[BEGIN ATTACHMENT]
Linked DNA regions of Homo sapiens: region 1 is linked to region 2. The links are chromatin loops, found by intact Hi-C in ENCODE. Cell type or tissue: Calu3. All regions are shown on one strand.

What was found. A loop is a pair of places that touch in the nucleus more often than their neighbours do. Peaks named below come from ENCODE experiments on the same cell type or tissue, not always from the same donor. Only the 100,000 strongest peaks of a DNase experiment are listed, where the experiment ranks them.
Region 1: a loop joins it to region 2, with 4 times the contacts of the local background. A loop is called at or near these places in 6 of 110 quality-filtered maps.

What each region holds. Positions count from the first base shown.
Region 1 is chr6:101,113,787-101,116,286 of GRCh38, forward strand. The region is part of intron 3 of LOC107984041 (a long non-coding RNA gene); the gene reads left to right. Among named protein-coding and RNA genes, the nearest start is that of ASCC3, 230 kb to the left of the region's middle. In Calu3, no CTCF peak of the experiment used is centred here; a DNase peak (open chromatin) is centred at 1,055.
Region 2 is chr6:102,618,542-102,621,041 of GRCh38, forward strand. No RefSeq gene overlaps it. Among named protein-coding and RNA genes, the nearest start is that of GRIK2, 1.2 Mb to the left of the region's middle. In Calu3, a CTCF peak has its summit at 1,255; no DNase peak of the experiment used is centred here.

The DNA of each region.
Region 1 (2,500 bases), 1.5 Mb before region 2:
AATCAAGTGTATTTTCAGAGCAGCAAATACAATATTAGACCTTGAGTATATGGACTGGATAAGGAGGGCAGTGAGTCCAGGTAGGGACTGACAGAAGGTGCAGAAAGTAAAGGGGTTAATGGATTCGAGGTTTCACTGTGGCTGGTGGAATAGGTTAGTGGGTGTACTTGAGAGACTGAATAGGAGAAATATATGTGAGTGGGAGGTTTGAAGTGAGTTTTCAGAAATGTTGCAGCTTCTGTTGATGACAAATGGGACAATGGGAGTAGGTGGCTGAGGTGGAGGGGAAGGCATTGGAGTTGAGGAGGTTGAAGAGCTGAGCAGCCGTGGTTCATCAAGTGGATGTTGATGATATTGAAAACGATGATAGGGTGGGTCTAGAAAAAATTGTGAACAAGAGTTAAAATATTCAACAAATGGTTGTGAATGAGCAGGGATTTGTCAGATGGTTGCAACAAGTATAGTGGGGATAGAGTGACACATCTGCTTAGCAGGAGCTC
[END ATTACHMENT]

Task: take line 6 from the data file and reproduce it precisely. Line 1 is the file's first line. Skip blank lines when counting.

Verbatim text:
Region 2 is chr6:102,618,542-102,621,041 of GRCh38, forward strand. No RefSeq gene overlaps it. Among named protein-coding and RNA genes, the nearest start is that of GRIK2, 1.2 Mb to the left of the region's middle. In Calu3, a CTCF peak has its summit at 1,255; no DNase peak of the experiment used is centred here.